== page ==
MORE ABOUT THIS BOOK
INTRODUCTION, WITH CATS
Let’s start with cats.
Cats are everywhere online. They make the memiest memes and the cutest videos.
Why cats more than dogs?1
Dogs didn’t come to ancient humans begging to live with us; we domesticated them.2 They’ve been bred to be obedient. They take to training and they are predictable. They work for us. That’s not to say anything against dogs.3 It’s great that they’re loyal and dependable.
Cats are different. They came along and partly domesticated themselves. They are not predictable. Popular dog videos tend to show off training, while the most wildly popular cat videos are the ones that capture weird and surprising behaviors.
Cats are smart, but not a great choice if you want an animal that takes to training reliably. Watch a cat circus online, and what’s so touching is that the cats are clearly making their own minds up about whether to do a trick they’ve learned, or to do nothing, or to wander into the audience.
Cats have done the seemingly impossible: They’ve integrated themselves into the modern high-tech world without giving themselves up. They are still in charge. There is no worry that some stealthy meme crafted by algorithms and paid for by a creepy, hidden oligarch has taken over your cat. No one has taken over your cat; not you, not anyone.
Oh, how we long to have that certainty not just about our cats, but about ourselves! Cats on the internet are our hopes and dreams for the future of people on the internet.
Meanwhile, even though we love dogs, we don’t want to be dogs, at least in terms of power relationships with people, and we’re afraid Facebook and the like are turning us into dogs. When we are triggered to do something crappy online, we might call it a response to a “dog whistle.” Dog whistles can only be heard by dogs. We worry that we’re falling under stealthy control.
This book is about how to be a cat. How can you remain autonomous in a world where you are under constant surveillance and are constantly prodded by algorithms run by some of the richest corporations in history, which have no way of making money except by being paid to manipulate your behavior? How can you be a cat, despite that?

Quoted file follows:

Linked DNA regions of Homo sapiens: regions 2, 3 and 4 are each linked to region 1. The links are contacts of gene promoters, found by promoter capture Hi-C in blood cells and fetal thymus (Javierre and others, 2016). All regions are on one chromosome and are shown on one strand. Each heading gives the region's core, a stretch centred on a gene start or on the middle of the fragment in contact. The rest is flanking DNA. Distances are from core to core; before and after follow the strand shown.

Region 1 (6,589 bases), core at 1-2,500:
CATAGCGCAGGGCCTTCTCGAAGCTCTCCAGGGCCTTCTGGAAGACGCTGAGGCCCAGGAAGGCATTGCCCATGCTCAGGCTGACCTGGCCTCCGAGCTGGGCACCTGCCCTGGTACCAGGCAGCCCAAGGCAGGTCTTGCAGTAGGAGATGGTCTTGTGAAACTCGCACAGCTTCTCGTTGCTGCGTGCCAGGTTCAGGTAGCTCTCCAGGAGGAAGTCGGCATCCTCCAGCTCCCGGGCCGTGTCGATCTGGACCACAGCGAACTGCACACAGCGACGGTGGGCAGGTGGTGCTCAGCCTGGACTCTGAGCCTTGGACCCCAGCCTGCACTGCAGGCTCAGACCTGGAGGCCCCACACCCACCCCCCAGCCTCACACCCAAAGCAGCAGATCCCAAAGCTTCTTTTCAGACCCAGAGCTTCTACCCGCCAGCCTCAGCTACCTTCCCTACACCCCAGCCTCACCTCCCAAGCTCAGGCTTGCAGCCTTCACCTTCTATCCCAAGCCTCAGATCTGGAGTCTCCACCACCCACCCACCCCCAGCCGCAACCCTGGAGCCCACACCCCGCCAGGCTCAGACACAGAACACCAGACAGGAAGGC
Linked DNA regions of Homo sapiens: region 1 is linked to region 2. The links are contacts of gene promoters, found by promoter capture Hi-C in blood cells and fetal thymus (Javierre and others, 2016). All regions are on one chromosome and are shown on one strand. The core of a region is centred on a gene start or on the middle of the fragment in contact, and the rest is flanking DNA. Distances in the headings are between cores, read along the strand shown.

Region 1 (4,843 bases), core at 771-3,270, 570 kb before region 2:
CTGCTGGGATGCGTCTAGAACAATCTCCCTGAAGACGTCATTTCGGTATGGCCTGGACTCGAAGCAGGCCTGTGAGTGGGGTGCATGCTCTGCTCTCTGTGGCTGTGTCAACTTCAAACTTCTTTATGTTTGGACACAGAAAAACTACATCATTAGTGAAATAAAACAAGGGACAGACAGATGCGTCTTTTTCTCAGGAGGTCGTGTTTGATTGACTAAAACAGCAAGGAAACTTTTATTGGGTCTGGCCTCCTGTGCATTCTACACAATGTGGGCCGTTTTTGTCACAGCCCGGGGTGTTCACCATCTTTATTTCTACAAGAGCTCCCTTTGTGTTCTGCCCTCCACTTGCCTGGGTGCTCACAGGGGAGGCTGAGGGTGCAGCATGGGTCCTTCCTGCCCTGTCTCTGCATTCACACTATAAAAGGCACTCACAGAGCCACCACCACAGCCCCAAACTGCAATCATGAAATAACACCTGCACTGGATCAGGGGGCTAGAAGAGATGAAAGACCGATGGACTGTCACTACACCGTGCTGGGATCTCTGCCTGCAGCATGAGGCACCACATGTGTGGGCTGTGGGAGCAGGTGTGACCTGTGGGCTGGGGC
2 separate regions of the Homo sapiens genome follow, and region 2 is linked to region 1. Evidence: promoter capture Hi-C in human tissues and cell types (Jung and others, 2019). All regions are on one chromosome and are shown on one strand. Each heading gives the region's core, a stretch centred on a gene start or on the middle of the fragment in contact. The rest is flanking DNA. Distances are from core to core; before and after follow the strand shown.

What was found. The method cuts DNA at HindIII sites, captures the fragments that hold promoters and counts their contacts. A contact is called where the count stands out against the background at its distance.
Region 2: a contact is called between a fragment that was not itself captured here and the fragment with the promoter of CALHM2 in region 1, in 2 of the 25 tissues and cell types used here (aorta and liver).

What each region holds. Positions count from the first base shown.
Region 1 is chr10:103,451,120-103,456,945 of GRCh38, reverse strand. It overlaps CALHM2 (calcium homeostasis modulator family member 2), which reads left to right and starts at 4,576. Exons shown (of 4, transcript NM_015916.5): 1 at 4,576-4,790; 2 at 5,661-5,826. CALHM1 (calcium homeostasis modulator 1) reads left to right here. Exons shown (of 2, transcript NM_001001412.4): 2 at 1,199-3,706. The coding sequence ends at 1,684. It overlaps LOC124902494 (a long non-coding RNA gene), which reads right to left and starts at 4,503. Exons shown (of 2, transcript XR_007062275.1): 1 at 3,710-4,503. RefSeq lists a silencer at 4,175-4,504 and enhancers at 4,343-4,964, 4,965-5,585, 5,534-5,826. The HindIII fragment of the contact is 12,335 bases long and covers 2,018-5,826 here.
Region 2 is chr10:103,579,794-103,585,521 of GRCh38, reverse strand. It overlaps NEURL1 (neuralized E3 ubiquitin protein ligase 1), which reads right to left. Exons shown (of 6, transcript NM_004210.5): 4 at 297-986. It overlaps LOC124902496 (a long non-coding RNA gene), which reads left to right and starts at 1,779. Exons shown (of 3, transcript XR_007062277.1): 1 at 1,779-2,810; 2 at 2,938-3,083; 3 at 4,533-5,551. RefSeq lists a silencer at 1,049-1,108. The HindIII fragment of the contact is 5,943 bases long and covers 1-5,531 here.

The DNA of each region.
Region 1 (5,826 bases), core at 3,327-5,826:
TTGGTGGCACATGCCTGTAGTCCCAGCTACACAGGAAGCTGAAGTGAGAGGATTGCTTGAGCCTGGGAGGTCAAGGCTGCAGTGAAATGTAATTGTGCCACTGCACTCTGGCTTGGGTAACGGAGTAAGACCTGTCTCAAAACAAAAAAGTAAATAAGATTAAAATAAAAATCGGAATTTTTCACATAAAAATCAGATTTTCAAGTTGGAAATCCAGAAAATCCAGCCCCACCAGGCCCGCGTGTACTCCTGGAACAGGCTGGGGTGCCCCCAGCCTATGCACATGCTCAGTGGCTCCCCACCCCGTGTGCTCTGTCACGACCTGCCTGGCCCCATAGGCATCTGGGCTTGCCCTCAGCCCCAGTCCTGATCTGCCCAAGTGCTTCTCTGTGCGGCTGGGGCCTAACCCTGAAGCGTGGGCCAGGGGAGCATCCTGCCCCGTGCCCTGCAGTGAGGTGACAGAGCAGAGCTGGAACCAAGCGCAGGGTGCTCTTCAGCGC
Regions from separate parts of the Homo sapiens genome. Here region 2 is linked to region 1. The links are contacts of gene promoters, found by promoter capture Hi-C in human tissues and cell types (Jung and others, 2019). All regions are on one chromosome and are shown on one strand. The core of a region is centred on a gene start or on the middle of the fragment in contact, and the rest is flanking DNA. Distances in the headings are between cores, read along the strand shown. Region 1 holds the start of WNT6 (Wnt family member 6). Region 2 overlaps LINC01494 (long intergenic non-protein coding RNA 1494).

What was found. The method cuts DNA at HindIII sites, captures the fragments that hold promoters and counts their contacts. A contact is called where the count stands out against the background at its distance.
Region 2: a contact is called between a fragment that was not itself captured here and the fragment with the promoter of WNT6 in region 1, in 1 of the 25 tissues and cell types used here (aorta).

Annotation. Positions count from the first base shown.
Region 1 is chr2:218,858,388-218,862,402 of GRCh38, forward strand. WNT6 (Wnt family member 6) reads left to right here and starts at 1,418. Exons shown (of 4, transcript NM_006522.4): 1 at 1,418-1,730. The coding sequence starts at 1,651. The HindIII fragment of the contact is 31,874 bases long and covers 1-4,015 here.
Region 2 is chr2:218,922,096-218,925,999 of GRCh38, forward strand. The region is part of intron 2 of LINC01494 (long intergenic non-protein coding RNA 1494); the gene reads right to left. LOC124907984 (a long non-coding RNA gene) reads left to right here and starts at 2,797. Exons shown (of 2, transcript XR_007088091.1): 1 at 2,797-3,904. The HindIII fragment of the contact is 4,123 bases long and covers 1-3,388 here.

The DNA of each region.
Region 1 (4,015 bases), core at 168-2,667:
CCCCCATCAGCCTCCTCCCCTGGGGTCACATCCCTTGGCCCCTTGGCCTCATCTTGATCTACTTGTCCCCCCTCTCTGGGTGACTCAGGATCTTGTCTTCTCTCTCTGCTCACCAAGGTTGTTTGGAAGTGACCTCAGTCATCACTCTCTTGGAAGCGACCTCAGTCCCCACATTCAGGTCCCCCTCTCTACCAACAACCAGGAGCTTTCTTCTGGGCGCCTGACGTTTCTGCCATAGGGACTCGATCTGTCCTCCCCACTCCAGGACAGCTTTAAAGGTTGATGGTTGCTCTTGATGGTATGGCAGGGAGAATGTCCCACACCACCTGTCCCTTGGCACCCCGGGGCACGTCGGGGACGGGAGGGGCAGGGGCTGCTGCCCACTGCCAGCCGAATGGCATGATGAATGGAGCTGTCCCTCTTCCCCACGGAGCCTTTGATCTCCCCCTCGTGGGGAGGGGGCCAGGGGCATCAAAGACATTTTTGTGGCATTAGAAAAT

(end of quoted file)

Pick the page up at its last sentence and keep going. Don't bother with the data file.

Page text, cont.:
The title doesn’t lie; this book presents ten arguments for deleting all your social media accounts. I hope it helps, but even if you agree with all ten of my arguments, you might still decide to keep some of your accounts. That’s part of your prerogative, being a cat.
As I present the ten arguments, I’ll discuss some of the ways you might think about your situation to decide what’s best for you. But only you can know.
AUTHOR’S NOTE, MARCH 2018:
This book was written primarily during the final months of 2017, but events in 2018 turned out to be explosively relevant. The manuscript was done, done, done—headed to the printer—when the sorry revelations of the Cambridge Analytica scandal fueled a sudden, grassroots movement of people deleting Facebook accounts.
Unfortunately, not all public figures and thought leaders handled the moment with the courage that was required. There were pundits who tried to quit but could not. There were others who pointed out that not everyone is privileged enough to quit, so it felt cruel to leave the less fortunate behind. Others said it was irrelevant to quit because the thing that mattered was pressuring governments to regulate Facebook. Overall, the attitude of professional commentators regarding account deleters was smug and dismissive. And dead wrong.
C’mon people! Yes, being able to quit is a privilege; many genuinely can’t. But if you have the latitude to quit and don’t, you are not supporting the less fortunate; you are only reinforcing the system in which many people are trapped. I am living proof that you can have a public life in media without social media accounts. Those of us with options must explore those options or they will remain only theoretical. Business follows money, so we who have options have power and responsibility. You, you, you have the affirmative responsibility to invent and demonstrate ways to live without the crap that is destroying society. Quitting is the only way, for now, to learn what can replace our grand mistake.
Copyright © 2018 by Jaron Lanier